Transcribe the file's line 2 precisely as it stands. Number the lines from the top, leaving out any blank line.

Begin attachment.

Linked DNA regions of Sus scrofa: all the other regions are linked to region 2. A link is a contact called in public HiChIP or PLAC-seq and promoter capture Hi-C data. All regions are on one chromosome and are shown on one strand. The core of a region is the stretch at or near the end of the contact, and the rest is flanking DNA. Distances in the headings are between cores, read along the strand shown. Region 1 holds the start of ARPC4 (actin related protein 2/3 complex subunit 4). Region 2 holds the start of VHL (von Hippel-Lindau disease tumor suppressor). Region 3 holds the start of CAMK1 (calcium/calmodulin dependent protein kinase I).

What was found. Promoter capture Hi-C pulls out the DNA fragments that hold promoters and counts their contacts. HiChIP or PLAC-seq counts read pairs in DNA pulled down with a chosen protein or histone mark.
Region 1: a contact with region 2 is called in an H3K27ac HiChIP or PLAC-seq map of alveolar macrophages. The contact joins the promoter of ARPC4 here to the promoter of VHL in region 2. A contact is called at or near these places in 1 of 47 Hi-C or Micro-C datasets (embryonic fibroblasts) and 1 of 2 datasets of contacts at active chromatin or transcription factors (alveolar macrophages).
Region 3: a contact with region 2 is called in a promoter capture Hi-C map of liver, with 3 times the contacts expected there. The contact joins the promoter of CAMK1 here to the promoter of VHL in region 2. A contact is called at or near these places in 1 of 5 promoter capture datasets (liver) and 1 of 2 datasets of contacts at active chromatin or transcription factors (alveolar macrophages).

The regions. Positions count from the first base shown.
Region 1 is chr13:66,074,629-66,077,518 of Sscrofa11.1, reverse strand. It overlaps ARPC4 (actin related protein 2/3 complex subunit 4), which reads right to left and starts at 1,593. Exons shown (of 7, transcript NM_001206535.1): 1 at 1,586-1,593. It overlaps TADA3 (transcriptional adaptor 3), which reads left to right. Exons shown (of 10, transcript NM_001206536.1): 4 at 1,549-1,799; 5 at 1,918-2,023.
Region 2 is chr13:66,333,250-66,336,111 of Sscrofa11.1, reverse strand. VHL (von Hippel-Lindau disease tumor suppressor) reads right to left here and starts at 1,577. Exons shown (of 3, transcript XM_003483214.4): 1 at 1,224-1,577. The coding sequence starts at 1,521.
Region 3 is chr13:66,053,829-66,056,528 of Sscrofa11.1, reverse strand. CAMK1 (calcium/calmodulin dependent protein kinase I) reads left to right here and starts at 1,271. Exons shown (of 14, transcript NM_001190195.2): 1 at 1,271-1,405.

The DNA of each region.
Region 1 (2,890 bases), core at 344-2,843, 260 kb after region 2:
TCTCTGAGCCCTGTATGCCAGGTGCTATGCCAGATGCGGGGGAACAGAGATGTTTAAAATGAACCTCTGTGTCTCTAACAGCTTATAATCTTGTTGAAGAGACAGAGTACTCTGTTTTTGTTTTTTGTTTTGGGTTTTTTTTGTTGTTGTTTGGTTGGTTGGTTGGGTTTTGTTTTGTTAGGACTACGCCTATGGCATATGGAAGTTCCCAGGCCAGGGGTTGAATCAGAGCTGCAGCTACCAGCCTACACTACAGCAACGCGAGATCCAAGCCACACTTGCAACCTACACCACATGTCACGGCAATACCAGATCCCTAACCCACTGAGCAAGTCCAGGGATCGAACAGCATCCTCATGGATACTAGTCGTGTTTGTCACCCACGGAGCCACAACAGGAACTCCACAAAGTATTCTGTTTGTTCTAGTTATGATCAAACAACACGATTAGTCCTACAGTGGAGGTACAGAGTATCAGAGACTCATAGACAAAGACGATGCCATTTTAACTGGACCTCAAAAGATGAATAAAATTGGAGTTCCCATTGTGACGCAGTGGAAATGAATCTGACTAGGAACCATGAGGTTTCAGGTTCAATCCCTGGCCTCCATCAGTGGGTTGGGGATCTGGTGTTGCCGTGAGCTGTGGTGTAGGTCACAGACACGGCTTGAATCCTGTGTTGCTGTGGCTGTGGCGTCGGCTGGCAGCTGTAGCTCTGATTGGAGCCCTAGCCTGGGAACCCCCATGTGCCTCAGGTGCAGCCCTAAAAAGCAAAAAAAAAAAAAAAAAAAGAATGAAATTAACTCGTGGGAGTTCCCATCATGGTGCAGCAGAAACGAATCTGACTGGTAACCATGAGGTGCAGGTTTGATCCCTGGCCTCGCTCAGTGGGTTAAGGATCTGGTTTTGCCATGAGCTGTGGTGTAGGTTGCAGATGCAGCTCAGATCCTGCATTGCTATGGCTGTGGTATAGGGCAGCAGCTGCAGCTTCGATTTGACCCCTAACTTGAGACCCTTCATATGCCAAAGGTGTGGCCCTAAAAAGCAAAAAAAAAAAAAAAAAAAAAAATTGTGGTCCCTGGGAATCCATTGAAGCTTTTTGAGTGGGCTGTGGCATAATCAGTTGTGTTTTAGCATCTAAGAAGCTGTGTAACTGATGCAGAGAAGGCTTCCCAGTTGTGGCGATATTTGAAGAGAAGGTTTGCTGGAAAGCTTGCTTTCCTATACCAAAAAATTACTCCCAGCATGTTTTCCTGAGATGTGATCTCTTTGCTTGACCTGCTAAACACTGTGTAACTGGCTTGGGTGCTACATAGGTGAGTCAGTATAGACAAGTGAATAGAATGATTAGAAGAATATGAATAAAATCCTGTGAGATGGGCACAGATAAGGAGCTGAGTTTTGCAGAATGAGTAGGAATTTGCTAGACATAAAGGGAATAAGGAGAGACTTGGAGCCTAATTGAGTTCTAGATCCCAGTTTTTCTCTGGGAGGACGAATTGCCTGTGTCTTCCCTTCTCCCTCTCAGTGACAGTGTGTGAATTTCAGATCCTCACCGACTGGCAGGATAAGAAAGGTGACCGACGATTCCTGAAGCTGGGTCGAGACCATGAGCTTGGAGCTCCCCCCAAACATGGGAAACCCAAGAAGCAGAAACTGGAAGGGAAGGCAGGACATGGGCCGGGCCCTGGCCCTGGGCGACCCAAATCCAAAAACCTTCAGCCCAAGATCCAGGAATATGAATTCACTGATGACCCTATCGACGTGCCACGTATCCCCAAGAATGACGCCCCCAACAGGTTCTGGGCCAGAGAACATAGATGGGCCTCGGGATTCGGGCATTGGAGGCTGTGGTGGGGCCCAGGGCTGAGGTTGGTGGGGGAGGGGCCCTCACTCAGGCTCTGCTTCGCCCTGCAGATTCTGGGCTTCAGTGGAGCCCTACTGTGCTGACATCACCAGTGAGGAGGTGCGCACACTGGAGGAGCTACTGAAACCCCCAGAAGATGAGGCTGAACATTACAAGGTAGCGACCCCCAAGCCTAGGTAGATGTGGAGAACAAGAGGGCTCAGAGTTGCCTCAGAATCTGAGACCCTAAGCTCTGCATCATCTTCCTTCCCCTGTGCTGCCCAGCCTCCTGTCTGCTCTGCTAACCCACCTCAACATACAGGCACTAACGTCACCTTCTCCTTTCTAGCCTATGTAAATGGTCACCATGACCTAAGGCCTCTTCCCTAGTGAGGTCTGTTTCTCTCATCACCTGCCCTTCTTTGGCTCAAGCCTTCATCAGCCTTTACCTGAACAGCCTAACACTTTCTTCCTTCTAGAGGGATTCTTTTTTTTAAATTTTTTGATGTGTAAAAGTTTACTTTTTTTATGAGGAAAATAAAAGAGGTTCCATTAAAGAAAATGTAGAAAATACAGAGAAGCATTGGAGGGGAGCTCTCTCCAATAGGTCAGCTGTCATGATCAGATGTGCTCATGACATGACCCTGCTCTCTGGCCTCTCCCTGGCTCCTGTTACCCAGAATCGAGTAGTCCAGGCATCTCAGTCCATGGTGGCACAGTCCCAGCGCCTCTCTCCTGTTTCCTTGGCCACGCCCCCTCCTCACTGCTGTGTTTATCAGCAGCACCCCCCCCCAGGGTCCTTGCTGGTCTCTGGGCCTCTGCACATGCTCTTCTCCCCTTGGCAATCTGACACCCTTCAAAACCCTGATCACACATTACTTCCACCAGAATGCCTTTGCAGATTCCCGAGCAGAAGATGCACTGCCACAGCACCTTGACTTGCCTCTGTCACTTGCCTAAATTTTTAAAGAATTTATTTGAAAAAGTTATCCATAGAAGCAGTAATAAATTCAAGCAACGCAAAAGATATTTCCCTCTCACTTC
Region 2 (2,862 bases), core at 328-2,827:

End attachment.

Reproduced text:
What was found. Promoter capture Hi-C pulls out the DNA fragments that hold promoters and counts their contacts. HiChIP or PLAC-seq counts read pairs in DNA pulled down with a chosen protein or histone mark.